Distribution Aware Active Learning

Distribution Aware Active Learning

Arash Mehrjou
Department of Empirical Inference
Max Planck Institute for Intelligent Systems
arash.mehrjou@tuebingen.mpg.de
&Mehran Khodabandeh
School of Computing Science
Simon Fraser University
mkhodaba@sfu.ca
&Greg Mori
School of Computing Science
Simon Fraser University
mori@cs.sfu.ca
Abstract

Discriminative learning machines often need a large set of labeled samples for training. Active learning (AL) settings assume that the learner has the freedom to ask an oracle to label its desired samples. Traditional AL algorithms heuristically choose query samples about which the current learner is uncertain. This strategy does not make good use of the structure of the dataset at hand and is prone to be misguided by outliers. To alleviate this problem, we propose to distill the structural information into a probabilistic generative model which acts as a teacher in our model. The active learner uses this information effectively at each cycle of active learning. The proposed method is generic and does not depend on the type of learner and teacher. We then suggest a query criterion for active learning that is aware of distribution of data and is more robust against outliers. Our method can be combined readily with several other query criteria for active learning. We provide the formulation and empirically show our idea via toy and real examples.

 

Distribution Aware Active Learning


  Arash Mehrjou Department of Empirical Inference Max Planck Institute for Intelligent Systems arash.mehrjou@tuebingen.mpg.de Mehran Khodabandeh School of Computing Science Simon Fraser University mkhodaba@sfu.ca Greg Mori School of Computing Science Simon Fraser University mori@cs.sfu.ca

\@float

noticebox[b] Indicates equal contribution. The author ordering determined by coin flip over Google Hangouts. \end@float

1 Introduction

  • A rare pattern can contain an enormous amount of information, provided that it is closely linked to the structure of the problem space.”

    —Allen Newell and Herbert A. Simon , Human problem solving, 1972

Active learning algorithms need to choose the most effective unlabeled data points to label in order to improve the current classifier. The core issue in designing an active learning algorithm is deciding on the notion of potential effectiveness of these data points.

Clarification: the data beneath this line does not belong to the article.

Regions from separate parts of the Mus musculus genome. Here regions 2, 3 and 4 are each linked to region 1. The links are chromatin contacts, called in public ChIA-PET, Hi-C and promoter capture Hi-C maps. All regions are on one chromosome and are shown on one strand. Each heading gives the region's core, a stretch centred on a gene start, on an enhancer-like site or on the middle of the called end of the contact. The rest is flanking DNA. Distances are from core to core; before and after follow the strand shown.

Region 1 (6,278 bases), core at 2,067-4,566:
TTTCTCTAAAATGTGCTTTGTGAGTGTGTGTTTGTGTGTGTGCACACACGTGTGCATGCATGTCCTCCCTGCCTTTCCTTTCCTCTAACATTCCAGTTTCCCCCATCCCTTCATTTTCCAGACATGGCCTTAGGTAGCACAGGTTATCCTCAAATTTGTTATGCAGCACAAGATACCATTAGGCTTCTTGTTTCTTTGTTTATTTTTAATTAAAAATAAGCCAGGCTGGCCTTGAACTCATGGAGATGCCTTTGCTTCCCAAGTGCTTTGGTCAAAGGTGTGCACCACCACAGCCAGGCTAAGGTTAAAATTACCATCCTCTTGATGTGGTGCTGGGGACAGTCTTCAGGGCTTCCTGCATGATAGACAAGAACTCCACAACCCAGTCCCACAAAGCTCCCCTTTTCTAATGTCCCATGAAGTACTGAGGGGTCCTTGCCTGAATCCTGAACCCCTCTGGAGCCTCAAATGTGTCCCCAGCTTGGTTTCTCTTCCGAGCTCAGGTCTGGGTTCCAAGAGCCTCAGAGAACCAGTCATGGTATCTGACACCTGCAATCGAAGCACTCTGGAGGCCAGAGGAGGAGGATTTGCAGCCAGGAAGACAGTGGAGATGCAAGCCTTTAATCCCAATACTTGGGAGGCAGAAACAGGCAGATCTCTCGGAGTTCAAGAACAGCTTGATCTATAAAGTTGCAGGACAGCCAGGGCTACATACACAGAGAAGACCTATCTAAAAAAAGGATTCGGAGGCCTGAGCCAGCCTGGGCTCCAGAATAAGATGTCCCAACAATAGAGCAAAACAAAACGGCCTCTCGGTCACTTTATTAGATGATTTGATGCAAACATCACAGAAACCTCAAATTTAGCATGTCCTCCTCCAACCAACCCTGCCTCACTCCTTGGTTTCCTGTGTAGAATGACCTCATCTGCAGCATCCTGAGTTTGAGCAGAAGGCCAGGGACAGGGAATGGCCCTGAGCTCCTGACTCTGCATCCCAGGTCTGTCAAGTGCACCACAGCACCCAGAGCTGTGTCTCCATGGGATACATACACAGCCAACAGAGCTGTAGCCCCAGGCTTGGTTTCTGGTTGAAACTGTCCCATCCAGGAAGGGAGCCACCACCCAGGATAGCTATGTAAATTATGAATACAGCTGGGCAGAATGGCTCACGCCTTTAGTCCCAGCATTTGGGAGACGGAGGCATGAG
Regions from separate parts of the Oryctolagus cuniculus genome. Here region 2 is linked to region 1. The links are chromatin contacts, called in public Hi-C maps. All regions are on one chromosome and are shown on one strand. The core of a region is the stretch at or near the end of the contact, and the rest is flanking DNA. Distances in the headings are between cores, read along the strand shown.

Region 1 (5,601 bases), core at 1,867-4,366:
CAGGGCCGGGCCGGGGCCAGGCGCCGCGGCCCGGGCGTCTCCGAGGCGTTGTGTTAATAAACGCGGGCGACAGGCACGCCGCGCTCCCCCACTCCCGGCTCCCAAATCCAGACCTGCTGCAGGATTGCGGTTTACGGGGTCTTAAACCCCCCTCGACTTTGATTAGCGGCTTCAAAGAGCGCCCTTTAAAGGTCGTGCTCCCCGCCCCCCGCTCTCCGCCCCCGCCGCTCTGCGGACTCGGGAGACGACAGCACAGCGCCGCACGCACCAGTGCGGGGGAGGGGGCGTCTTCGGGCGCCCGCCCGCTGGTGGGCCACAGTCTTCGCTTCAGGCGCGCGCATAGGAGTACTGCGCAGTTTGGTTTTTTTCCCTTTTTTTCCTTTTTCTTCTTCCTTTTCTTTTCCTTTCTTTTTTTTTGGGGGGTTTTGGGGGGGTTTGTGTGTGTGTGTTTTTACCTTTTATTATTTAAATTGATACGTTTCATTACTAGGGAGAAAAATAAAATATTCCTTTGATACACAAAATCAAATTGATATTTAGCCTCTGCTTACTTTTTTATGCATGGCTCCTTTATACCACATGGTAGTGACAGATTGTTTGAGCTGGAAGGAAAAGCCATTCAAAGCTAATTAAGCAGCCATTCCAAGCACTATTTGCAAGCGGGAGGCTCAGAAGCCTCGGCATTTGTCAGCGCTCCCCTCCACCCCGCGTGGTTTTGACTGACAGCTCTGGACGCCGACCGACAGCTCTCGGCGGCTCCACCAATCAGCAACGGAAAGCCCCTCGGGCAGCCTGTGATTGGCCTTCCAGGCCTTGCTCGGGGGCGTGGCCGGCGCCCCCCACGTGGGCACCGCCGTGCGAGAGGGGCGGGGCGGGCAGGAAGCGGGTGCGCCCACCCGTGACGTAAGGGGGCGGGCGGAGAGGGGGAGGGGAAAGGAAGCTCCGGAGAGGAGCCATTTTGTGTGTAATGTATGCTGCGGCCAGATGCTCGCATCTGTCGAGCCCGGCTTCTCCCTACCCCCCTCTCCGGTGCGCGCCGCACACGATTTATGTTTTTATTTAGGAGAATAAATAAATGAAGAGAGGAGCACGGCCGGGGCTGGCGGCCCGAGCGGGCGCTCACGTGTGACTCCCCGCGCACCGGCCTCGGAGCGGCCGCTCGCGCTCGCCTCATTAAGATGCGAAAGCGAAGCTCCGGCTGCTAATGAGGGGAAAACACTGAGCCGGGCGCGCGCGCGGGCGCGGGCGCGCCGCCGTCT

At its heart, the intuition is the following. Effective data points are those for which the current classifier is uncertain. However, it is also crucial that these data points are common, in the sense that they come from high density regions of input space. Such data points are likely to have a higher impact on future labeling and lead to better generalization. Utilizing this structural information regarding the input space is important for active learning algorithms to focus labeling resources where it matters.

Merging structural information with AL has been studied before. However, due to the difficulty in capturing the manifold of high dimensional distributions, approximate unsupervised learning methods such as clustering have been used. Recent advances in generative models (goodfellow2014generative, ) especially variational likelihood-based (kingma2013auto, ) or those which give a scalar as an unnormalized density (rezende2015variational, ) have opened up a new window to efficiently and directly take unsupervised information into account.

We take advantage of the recent progress in non-parametric density estimators to inform active learning algorithms about the structural information of the dataset. The structural information of the dataset is learned offline by a density estimator. This information is then combined with the query criterion of a conventional active learning process.

1.1 Contribution

Our proposed method is simple and modular and can be combined with many existing AL algorithms. We show that this approach gives advantages in some current issues of active learning, i.e., 1) robustness against outliers, 2) choosing batches of data at each AL cycle, and 3) biased initial labeled sets. The method is explained in Sec. 3 and each of these motivations is discussed in Sec. 3.2. Each motivation is then supported by empirical results in Sec. 4.